Over 21% of children in the United States today are poor, and the income gap between our nation's richest and poorest children has widened dramatically over time. This article considers children's self-regulation as a key mediating mechanism through which poverty has deleterious consequences for their later life outcomes. Evidence from field experiments suggests that low-income children's self-regulation is modifiable by early educational intervention, offering a powerful policy option for reducing poverty's negative impact. The author discusses ways that scientific models of self-regulation can be expanded to include multiple developmental periods and real-world classroom contexts. Recommendations for advances in research design, measurement, and analysis are discussed, as are implications for policy formation and evaluation.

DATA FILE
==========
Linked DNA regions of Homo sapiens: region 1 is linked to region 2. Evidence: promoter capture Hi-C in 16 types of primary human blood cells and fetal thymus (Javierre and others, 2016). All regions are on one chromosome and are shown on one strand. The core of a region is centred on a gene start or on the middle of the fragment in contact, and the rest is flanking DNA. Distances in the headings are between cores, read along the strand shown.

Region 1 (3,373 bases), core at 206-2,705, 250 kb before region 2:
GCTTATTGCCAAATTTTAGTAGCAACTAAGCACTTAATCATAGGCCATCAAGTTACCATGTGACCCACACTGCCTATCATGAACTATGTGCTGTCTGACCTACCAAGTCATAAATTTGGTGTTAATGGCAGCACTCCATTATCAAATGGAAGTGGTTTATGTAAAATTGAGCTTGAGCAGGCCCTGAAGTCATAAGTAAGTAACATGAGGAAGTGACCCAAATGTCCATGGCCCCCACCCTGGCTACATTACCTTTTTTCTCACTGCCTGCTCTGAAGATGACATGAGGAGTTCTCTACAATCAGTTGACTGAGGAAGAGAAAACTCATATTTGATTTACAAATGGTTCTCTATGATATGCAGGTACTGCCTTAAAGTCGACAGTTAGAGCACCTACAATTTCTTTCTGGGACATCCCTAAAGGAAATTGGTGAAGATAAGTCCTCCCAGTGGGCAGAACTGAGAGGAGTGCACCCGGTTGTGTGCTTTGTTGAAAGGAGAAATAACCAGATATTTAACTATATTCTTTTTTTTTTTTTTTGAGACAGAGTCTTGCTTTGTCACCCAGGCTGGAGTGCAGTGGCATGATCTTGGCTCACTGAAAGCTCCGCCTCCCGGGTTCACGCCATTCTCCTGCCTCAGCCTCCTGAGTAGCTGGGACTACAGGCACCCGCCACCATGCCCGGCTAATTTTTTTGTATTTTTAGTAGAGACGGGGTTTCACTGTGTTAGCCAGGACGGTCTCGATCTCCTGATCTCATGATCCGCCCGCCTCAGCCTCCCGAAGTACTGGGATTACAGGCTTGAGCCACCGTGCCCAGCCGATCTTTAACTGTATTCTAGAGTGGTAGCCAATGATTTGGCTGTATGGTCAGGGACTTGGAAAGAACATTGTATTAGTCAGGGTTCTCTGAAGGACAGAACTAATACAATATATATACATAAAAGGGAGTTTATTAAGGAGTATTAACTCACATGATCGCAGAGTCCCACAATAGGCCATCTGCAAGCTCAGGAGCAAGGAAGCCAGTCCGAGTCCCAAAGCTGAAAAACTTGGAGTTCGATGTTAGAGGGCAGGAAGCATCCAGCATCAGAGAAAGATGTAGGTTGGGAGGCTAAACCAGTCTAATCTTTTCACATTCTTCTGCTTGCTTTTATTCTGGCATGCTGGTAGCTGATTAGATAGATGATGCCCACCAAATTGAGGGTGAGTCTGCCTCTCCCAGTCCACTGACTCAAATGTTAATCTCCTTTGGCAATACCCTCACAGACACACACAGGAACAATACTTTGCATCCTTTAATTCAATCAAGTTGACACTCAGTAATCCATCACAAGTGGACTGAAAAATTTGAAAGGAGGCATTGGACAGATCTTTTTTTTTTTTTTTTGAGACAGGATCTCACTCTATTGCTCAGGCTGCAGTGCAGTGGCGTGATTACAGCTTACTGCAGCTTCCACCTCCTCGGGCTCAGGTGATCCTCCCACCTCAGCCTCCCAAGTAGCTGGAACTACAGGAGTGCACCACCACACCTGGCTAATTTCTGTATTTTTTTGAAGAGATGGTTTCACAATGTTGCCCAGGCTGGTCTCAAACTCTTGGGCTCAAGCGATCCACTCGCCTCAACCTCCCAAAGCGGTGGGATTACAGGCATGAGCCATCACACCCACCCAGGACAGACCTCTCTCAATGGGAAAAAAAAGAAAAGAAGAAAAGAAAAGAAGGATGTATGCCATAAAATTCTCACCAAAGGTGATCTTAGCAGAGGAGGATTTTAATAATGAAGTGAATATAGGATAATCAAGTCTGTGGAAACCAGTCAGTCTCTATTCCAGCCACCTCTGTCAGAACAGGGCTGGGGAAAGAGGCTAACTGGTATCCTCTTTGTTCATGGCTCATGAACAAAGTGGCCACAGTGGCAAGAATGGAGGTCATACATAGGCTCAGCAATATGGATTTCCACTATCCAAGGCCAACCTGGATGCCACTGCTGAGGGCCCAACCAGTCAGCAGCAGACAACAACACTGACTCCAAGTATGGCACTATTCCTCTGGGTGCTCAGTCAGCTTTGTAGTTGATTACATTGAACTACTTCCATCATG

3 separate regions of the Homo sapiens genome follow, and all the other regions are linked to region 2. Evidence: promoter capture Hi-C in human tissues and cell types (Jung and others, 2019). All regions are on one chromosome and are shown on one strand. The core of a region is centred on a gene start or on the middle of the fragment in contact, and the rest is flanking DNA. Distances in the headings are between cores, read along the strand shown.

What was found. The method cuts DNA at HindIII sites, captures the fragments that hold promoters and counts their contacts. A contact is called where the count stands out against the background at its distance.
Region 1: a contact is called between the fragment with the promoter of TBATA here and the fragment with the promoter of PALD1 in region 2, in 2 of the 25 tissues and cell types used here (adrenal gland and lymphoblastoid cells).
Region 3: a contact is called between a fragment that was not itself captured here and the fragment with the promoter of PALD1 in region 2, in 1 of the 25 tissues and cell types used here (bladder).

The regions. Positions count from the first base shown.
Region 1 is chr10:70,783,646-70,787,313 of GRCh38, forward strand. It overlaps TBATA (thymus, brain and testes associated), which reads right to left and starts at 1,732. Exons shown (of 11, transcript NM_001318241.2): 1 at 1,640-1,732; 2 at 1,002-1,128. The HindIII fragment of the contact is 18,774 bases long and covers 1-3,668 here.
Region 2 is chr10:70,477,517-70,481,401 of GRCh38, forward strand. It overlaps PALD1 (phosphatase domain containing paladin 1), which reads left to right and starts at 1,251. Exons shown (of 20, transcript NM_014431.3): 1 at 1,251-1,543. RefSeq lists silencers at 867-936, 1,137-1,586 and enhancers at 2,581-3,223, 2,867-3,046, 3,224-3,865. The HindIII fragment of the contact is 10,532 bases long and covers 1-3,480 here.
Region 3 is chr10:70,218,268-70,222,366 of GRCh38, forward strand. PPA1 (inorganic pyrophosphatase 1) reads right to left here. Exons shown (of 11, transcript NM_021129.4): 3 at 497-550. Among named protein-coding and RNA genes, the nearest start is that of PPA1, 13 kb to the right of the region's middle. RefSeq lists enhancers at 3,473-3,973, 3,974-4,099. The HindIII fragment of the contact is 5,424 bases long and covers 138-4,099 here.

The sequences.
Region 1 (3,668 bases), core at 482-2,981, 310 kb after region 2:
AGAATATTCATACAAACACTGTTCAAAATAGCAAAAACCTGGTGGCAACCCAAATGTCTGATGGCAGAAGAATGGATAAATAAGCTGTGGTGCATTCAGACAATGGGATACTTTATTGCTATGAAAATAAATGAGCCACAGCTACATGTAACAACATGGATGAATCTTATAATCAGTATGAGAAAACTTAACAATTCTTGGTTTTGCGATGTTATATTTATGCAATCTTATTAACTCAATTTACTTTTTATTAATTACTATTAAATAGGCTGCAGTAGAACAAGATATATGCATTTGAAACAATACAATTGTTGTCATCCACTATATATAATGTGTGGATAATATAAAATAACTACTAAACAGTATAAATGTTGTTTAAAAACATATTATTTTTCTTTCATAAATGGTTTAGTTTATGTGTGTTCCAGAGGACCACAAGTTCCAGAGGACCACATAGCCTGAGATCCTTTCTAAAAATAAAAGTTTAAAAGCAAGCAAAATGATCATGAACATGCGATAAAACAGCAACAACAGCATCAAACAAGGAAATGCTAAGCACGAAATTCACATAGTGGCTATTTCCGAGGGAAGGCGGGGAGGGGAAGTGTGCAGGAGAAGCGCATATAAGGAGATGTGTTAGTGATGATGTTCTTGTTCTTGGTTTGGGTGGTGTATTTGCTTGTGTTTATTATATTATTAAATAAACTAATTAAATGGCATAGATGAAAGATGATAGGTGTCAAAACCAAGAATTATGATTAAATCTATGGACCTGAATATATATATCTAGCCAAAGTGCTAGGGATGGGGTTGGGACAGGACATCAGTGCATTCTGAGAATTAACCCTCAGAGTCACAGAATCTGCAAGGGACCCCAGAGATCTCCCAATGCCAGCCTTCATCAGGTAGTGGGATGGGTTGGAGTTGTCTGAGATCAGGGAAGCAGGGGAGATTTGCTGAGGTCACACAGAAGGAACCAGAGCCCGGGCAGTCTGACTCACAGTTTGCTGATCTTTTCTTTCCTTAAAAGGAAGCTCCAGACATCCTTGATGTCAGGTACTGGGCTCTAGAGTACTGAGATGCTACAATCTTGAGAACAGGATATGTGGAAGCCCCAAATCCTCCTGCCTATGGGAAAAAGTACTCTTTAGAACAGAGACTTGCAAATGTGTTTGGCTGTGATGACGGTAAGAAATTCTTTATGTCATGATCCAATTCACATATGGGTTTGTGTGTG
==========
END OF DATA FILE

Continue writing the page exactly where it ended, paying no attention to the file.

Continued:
- Executive function
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